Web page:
At 2.1, line 1, the First Carrier says it's 'four by the day', but when asked by Gadshill he says it's 'two o'clock'; then at 2.4, line 88, Hal refers to 'this present twelve o'clock at midnight', then asks Francis 'What's o'clock' - and then later asks the sheriff 'I think it is good morrow, is it not?', to which the sheriff replies 'Indeed, my lord, I think it be two o'clock'. Is there a significance to the repeated references to the time? And to the fact that both the carrier and the sheriff respond, when asked, that it is two o'clock? And why the discrepancy between what the carrier says to himself, and what he says to Gadshill?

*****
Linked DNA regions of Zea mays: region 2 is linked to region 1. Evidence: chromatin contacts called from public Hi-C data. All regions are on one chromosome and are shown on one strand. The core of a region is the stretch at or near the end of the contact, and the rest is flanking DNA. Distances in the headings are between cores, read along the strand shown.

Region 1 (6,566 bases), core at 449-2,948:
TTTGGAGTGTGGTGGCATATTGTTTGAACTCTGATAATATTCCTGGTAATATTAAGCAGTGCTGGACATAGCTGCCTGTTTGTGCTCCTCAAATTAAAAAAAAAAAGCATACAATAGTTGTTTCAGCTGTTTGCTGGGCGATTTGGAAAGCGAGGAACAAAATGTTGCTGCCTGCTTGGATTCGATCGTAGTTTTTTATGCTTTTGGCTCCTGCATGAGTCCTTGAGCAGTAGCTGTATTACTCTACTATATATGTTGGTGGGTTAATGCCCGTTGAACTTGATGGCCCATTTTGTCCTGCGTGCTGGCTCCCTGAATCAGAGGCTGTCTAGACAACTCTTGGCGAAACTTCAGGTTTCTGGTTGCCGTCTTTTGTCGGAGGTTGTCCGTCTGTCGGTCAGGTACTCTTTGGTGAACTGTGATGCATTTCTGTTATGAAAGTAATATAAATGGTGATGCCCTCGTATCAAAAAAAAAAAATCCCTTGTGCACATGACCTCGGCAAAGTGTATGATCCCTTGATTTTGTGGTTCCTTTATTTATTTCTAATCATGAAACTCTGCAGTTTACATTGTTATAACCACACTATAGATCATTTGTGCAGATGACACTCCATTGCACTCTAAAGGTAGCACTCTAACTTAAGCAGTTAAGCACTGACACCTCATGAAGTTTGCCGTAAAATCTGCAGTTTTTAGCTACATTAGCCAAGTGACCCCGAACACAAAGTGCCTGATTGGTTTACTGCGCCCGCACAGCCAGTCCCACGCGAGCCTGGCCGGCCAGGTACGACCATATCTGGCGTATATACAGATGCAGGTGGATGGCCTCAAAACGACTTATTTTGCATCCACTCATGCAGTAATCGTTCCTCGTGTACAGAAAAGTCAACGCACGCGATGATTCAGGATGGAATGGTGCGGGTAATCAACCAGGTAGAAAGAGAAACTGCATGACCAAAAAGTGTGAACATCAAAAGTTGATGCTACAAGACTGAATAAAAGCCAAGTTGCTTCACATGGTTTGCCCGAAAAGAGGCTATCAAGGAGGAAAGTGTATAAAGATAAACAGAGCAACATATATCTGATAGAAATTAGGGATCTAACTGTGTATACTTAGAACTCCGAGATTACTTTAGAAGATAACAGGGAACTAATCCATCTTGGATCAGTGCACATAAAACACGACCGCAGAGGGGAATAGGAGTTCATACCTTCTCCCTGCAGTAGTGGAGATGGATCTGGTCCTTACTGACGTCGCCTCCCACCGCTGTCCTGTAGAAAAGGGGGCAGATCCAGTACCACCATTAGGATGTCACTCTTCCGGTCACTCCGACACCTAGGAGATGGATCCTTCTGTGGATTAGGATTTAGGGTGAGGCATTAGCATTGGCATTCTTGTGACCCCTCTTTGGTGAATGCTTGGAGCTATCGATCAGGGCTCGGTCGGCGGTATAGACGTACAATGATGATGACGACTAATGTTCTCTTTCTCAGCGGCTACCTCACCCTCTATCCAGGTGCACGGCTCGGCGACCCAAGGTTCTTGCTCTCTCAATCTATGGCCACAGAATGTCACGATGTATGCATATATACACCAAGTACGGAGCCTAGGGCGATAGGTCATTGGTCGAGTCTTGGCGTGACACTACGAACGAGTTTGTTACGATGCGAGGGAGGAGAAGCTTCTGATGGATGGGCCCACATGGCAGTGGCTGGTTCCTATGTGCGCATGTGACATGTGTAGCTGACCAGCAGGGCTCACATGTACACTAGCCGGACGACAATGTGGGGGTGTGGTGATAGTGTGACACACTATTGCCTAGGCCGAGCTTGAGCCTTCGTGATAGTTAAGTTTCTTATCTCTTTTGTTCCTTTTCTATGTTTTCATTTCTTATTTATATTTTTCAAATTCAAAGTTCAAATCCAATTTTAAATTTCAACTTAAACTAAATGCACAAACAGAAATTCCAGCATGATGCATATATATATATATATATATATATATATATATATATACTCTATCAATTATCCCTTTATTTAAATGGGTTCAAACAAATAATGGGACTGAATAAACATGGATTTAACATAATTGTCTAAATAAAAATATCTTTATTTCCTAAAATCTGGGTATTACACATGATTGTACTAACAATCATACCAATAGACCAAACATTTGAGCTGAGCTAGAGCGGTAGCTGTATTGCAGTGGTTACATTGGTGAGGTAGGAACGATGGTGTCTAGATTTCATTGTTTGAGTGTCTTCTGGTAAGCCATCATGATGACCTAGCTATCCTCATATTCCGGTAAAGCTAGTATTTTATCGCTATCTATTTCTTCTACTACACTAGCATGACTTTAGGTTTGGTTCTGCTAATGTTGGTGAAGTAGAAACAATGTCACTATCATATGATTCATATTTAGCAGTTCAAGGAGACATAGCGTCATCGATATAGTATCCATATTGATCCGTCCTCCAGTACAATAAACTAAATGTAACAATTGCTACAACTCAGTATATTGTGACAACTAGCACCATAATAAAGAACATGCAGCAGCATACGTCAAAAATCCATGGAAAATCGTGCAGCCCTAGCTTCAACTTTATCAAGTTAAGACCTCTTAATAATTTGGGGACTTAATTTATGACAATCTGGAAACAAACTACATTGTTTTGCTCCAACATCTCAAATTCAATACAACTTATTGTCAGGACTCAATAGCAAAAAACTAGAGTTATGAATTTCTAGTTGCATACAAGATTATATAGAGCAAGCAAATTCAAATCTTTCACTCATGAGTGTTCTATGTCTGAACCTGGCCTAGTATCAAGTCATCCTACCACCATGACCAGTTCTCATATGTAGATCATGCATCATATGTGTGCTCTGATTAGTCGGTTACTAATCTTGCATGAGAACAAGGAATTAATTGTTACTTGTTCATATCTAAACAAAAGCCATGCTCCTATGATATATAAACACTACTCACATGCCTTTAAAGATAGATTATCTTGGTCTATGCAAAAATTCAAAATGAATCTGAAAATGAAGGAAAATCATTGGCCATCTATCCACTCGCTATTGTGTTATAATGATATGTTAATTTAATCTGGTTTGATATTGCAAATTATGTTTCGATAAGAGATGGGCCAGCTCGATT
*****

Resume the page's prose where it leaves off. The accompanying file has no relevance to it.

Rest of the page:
0 Answers | Be the first to answer
We’ve answered 331,062 questions. We can answer yours, too.Ask a question